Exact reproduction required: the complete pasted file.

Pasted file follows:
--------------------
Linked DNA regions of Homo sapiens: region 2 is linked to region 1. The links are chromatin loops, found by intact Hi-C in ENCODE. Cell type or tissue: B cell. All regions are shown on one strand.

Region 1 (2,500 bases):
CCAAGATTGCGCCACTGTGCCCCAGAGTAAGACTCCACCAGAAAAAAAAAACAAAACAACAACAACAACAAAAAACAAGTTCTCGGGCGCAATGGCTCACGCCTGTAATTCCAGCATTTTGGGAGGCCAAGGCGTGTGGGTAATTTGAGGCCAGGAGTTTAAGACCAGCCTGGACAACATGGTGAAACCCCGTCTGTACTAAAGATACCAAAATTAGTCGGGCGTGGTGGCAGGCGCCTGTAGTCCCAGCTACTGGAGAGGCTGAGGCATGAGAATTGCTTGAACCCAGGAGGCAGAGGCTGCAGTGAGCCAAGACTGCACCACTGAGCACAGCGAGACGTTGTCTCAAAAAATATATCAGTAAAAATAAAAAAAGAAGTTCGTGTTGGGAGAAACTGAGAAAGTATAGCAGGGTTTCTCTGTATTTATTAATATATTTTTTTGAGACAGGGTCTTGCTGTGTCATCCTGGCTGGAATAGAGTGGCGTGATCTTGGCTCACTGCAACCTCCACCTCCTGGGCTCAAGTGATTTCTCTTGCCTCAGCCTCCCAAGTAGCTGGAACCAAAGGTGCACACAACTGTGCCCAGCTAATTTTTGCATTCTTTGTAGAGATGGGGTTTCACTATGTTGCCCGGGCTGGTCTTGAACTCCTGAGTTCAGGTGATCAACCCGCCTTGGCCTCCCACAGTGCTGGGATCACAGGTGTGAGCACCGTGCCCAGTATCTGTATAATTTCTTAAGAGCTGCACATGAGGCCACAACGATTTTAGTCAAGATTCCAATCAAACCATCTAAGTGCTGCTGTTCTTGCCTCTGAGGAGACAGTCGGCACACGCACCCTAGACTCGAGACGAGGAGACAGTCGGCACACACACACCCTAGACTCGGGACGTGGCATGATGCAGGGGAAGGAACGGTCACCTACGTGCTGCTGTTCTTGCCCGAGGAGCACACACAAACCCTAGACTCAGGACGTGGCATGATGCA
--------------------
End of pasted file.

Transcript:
Linked DNA regions of Homo sapiens: region 2 is linked to region 1. The links are chromatin loops, found by intact Hi-C in ENCODE. Cell type or tissue: B cell. All regions are shown on one strand.

Region 1 (2,500 bases):
CCAAGATTGCGCCACTGTGCCCCAGAGTAAGACTCCACCAGAAAAAAAAAACAAAACAACAACAACAACAAAAAACAAGTTCTCGGGCGCAATGGCTCACGCCTGTAATTCCAGCATTTTGGGAGGCCAAGGCGTGTGGGTAATTTGAGGCCAGGAGTTTAAGACCAGCCTGGACAACATGGTGAAACCCCGTCTGTACTAAAGATACCAAAATTAGTCGGGCGTGGTGGCAGGCGCCTGTAGTCCCAGCTACTGGAGAGGCTGAGGCATGAGAATTGCTTGAACCCAGGAGGCAGAGGCTGCAGTGAGCCAAGACTGCACCACTGAGCACAGCGAGACGTTGTCTCAAAAAATATATCAGTAAAAATAAAAAAAGAAGTTCGTGTTGGGAGAAACTGAGAAAGTATAGCAGGGTTTCTCTGTATTTATTAATATATTTTTTTGAGACAGGGTCTTGCTGTGTCATCCTGGCTGGAATAGAGTGGCGTGATCTTGGCTCACTGCAACCTCCACCTCCTGGGCTCAAGTGATTTCTCTTGCCTCAGCCTCCCAAGTAGCTGGAACCAAAGGTGCACACAACTGTGCCCAGCTAATTTTTGCATTCTTTGTAGAGATGGGGTTTCACTATGTTGCCCGGGCTGGTCTTGAACTCCTGAGTTCAGGTGATCAACCCGCCTTGGCCTCCCACAGTGCTGGGATCACAGGTGTGAGCACCGTGCCCAGTATCTGTATAATTTCTTAAGAGCTGCACATGAGGCCACAACGATTTTAGTCAAGATTCCAATCAAACCATCTAAGTGCTGCTGTTCTTGCCTCTGAGGAGACAGTCGGCACACGCACCCTAGACTCGAGACGAGGAGACAGTCGGCACACACACACCCTAGACTCGGGACGTGGCATGATGCAGGGGAAGGAACGGTCACCTACGTGCTGCTGTTCTTGCCCGAGGAGCACACACAAACCCTAGACTCAGGACGTGGCATGATGCA